“It’s up a little bit,” GM North America President Gary Cowger says. “It’s generally in that ballpark. It may be $3.2 (billion) or something like that. But it’s directionally right where we said.”
The supplementary $200 million spent on Buick is not for additional models, but rather mostly for technologies, such as the QuietTuning sound dampening used in several Buicks, Cowger reveals, including the ’06 Lucerne sedan unveiled here at the 2005 Chicago Auto Show.
“It’s mostly laminated steel, laminated glass, extra sound deadening,” Cowger says, “but it’s also technology in the engine, isolation of transmission-emitted noises, (vehicle) body-transmitted noises and isolation of road-transmitted noises. But it’s expensive; it’s not cheap.”
’06 Buick Lucerne
Since GM announced the Buick investment last year, Buick has started selling the LaCrosse sedan, Terraza minivan and Rendezvous Ultra cross/utility vehicle and dropped the Regal and Century sedans from its lineup. The Rainer SUV also joined Buick’s lineup in 2003.
“Fundamentally, Buick has a brand new showroom,” Cowger says.
More new products likely are on the way this decade, including a replacement for the Rendezvous and a rear-wheel-drive car.
GM is attempting to position Buick as “American premium luxury” – just a notch below its Cadillac luxury nameplate. That transition will be difficult. Buick has been a primary culprit in GM’s decades-long market-share decline, and the average age of its buyers is among the oldest in the industry.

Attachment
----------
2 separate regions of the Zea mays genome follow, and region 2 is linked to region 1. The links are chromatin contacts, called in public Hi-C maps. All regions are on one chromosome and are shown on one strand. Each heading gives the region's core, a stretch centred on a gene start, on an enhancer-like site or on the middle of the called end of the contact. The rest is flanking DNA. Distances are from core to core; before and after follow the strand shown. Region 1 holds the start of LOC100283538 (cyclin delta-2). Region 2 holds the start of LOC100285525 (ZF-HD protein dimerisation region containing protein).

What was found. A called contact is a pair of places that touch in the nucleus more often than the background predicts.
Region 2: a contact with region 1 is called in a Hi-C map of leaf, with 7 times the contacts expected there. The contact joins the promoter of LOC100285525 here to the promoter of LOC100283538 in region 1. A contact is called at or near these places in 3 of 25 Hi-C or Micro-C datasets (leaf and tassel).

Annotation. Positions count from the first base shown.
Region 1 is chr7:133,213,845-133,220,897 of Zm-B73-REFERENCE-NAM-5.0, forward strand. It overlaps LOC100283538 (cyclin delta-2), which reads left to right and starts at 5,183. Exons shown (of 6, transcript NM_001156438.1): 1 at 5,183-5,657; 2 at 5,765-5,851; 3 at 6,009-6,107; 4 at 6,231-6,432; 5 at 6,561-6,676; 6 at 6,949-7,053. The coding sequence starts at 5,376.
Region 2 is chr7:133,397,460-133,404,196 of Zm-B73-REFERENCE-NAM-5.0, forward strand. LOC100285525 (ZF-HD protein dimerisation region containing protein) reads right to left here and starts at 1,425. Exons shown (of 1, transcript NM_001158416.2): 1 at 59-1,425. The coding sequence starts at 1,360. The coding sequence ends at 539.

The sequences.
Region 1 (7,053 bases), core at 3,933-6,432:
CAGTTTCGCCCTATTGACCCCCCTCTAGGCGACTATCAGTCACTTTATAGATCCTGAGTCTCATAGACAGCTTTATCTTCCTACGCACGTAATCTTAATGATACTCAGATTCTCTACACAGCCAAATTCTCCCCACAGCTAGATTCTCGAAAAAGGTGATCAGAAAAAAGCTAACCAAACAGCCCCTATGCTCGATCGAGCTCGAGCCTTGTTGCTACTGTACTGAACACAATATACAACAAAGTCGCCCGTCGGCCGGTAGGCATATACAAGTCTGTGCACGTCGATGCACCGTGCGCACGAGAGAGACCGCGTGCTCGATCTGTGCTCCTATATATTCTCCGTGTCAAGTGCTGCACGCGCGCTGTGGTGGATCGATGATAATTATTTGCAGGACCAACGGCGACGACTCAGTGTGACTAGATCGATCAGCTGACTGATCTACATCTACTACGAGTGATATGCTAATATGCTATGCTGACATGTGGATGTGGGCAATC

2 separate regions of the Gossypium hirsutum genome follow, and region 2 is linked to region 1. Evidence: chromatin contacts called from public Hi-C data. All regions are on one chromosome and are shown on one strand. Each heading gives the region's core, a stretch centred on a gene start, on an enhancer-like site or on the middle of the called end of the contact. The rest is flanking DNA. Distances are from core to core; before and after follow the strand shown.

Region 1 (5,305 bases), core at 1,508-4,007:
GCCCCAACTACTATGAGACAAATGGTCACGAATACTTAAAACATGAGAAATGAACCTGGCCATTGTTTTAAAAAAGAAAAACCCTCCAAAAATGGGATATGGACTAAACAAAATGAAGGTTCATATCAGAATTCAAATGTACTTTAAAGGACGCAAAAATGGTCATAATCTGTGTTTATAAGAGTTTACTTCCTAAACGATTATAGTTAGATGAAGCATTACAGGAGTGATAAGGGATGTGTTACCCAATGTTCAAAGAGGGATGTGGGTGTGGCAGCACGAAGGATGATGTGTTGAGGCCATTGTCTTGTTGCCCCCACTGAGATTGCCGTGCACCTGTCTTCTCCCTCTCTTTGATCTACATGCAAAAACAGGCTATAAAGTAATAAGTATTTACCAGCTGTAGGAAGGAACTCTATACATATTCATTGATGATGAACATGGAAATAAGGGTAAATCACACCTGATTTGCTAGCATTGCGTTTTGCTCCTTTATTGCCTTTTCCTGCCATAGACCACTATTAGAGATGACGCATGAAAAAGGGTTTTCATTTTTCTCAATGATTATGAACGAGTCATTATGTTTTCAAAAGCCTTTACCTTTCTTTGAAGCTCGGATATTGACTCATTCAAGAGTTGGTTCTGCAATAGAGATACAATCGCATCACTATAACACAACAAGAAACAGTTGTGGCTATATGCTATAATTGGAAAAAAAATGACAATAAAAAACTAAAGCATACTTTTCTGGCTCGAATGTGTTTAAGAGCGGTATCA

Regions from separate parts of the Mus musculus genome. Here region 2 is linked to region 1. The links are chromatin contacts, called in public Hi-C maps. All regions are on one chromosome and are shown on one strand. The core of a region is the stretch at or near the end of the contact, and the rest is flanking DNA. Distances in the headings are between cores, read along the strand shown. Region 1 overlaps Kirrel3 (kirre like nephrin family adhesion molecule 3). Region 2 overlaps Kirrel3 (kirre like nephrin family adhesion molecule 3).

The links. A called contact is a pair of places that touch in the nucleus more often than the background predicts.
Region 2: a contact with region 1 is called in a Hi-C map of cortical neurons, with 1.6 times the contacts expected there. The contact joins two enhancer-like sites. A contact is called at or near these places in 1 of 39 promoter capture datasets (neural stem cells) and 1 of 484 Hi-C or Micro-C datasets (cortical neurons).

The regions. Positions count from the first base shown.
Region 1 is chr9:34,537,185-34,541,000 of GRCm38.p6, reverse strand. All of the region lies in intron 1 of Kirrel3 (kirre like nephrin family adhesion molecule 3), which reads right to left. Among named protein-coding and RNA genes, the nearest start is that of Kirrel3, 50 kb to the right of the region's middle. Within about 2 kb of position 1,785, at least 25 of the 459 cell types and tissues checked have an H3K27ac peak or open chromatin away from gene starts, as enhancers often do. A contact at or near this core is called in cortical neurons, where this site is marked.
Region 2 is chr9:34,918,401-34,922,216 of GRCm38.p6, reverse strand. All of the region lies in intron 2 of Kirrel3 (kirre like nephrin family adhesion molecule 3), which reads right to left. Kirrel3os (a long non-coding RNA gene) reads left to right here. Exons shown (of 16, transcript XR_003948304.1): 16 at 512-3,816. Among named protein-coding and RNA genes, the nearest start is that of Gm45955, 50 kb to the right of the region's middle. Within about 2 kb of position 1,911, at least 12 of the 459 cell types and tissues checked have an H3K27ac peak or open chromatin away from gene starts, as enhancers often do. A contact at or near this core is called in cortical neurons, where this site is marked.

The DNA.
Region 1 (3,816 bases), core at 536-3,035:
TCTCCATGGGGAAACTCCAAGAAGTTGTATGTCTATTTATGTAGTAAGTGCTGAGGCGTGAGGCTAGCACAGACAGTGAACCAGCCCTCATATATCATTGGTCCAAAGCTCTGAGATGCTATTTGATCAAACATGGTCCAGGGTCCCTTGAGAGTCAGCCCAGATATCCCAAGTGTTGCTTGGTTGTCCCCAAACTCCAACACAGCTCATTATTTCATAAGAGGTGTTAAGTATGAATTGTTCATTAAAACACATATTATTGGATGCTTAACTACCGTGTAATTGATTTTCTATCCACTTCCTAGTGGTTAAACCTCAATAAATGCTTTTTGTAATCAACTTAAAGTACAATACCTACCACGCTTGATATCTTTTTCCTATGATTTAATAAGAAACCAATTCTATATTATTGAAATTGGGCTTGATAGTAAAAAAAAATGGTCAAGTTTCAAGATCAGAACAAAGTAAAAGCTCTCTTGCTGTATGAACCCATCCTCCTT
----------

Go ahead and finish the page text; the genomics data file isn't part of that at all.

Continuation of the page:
Buick’s sales declined 8.1% in 2004 vs. 2003. But Cowger believes the brand is ready to turn the corner this year. “Perception is the biggest problem we have,” he admits. “We’re starting to see it (change). But perception doesn’t change overnight. Perception lags reality.”
Skeptics say GM needs a heavy dose of reality if the auto maker believes Buick’s repositioning will be successful. But Buick General Manager John Larson quickly denies the division’s future is in doubt.
“Absolutely not,” he says. “I think Buick has legs and a wonderful premium opportunity where we can make a lot of money.”
Larson says Buick will focus its marketing efforts on its quality scores – among the highest in J.D. Power surveys. “We’re not as relevant as we should be, given our products,” he says. “There are many competitors who wish they had the quality we do. Acura, Mercedes,and (brands) are behind us in quality.
“We’ve got to make it very clear to consumers that our products are higher quality,” Larson adds. “Our actual performance is significantly above the perception of quality. We’ll start right there.”